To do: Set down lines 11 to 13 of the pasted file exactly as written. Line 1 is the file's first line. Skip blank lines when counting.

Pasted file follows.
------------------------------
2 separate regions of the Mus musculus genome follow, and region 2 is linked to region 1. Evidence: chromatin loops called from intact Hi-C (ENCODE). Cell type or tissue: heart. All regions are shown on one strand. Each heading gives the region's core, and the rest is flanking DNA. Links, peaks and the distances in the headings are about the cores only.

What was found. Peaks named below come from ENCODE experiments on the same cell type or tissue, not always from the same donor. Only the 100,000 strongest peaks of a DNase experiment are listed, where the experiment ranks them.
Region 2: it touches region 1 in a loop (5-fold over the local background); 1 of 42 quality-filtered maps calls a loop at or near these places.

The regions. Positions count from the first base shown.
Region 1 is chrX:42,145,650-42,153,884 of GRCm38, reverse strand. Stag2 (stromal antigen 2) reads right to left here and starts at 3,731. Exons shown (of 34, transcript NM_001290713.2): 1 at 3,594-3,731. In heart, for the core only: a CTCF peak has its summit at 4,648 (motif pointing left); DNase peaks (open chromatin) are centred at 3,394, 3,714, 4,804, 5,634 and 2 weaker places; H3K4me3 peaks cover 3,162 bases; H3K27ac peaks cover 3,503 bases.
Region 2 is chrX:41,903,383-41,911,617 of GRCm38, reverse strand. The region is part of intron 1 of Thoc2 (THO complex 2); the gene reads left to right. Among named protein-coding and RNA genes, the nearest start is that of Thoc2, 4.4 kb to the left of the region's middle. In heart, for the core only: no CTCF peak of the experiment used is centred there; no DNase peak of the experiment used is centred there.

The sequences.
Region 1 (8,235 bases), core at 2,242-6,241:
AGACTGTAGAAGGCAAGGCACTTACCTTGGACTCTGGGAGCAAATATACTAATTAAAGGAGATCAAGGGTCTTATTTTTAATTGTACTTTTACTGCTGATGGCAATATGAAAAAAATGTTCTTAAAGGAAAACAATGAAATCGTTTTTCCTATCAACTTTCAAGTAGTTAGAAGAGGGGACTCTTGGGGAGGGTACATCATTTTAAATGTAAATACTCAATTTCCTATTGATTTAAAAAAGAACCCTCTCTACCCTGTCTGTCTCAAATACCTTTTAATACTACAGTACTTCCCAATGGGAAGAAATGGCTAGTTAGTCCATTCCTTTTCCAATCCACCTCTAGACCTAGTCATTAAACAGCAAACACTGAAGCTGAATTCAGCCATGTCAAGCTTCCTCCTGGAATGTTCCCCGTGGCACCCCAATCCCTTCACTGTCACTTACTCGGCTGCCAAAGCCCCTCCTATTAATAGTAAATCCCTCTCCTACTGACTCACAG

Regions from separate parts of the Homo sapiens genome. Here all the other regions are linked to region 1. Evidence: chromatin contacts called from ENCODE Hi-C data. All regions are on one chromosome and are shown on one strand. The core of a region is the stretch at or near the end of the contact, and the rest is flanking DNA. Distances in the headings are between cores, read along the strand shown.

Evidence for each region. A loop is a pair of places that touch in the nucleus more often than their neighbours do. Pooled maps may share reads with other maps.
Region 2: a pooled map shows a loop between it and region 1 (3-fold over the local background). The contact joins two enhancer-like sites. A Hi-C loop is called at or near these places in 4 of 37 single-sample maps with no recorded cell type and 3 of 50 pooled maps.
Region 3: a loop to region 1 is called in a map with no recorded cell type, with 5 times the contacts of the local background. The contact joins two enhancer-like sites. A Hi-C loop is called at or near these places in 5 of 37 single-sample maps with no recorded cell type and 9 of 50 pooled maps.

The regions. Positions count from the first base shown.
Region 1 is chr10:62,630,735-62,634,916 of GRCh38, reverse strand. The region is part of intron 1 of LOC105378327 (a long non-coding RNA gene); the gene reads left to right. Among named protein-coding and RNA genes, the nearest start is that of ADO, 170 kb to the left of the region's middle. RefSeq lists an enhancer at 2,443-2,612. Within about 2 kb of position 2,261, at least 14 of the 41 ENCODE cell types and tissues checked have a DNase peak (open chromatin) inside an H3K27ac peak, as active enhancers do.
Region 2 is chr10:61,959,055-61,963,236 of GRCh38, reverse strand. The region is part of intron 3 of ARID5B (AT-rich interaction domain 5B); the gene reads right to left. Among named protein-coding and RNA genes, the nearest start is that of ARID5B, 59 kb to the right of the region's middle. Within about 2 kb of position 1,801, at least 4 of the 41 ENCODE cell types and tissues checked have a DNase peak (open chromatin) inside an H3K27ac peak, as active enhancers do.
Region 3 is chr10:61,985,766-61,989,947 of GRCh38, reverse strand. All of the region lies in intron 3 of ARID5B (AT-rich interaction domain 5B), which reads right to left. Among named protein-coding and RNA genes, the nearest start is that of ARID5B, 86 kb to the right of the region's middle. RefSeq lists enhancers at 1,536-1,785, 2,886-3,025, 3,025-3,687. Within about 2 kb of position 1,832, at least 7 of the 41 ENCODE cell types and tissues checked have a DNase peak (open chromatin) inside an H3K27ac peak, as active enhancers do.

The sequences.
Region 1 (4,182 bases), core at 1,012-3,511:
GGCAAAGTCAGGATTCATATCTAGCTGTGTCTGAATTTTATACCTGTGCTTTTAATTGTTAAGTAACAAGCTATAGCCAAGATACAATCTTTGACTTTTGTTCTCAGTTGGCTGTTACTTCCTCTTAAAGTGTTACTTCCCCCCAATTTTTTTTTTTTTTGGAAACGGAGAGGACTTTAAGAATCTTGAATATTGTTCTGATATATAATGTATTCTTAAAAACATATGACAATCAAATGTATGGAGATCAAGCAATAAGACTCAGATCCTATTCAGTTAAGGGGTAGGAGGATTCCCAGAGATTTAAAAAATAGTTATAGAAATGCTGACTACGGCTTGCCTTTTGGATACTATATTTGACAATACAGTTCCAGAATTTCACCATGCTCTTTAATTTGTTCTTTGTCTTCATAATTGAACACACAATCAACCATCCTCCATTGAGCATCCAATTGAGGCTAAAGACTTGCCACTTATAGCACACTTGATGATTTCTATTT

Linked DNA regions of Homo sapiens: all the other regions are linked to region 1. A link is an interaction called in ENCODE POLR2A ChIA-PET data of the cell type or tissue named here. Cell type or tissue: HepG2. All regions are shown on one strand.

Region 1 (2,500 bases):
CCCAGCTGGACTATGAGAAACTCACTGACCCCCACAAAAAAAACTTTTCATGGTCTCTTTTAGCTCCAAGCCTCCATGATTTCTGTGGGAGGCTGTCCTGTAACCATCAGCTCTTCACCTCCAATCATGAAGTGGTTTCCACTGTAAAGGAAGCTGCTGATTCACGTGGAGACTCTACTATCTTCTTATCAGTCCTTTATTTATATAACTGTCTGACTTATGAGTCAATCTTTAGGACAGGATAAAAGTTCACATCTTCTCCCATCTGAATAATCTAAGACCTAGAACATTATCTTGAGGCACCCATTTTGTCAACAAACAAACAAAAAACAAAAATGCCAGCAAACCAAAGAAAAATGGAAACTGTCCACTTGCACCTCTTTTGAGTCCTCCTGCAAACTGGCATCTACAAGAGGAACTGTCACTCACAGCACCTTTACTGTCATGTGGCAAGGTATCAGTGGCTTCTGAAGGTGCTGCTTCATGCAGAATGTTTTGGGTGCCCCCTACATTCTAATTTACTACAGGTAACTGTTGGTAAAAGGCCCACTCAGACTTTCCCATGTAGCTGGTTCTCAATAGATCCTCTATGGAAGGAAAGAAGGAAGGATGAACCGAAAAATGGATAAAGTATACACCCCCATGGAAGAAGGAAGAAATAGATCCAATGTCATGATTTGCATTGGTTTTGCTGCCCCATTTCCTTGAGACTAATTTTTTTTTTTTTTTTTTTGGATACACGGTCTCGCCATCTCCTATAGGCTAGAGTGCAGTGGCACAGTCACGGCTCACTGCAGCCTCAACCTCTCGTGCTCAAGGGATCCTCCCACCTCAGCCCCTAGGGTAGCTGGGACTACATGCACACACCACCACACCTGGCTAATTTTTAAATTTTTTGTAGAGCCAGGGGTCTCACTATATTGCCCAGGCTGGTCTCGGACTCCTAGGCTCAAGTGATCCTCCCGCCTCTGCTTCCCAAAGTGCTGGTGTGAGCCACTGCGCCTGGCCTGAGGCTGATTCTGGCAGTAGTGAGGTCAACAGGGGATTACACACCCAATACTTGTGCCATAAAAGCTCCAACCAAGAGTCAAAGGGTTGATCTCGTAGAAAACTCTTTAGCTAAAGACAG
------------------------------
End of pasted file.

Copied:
Evidence for each region. A loop is a pair of places that touch in the nucleus more often than their neighbours do. Pooled maps may share reads with other maps.
Region 2: a pooled map shows a loop between it and region 1 (3-fold over the local background). The contact joins two enhancer-like sites. A Hi-C loop is called at or near these places in 4 of 37 single-sample maps with no recorded cell type and 3 of 50 pooled maps.
Region 3: a loop to region 1 is called in a map with no recorded cell type, with 5 times the contacts of the local background. The contact joins two enhancer-like sites. A Hi-C loop is called at or near these places in 5 of 37 single-sample maps with no recorded cell type and 9 of 50 pooled maps.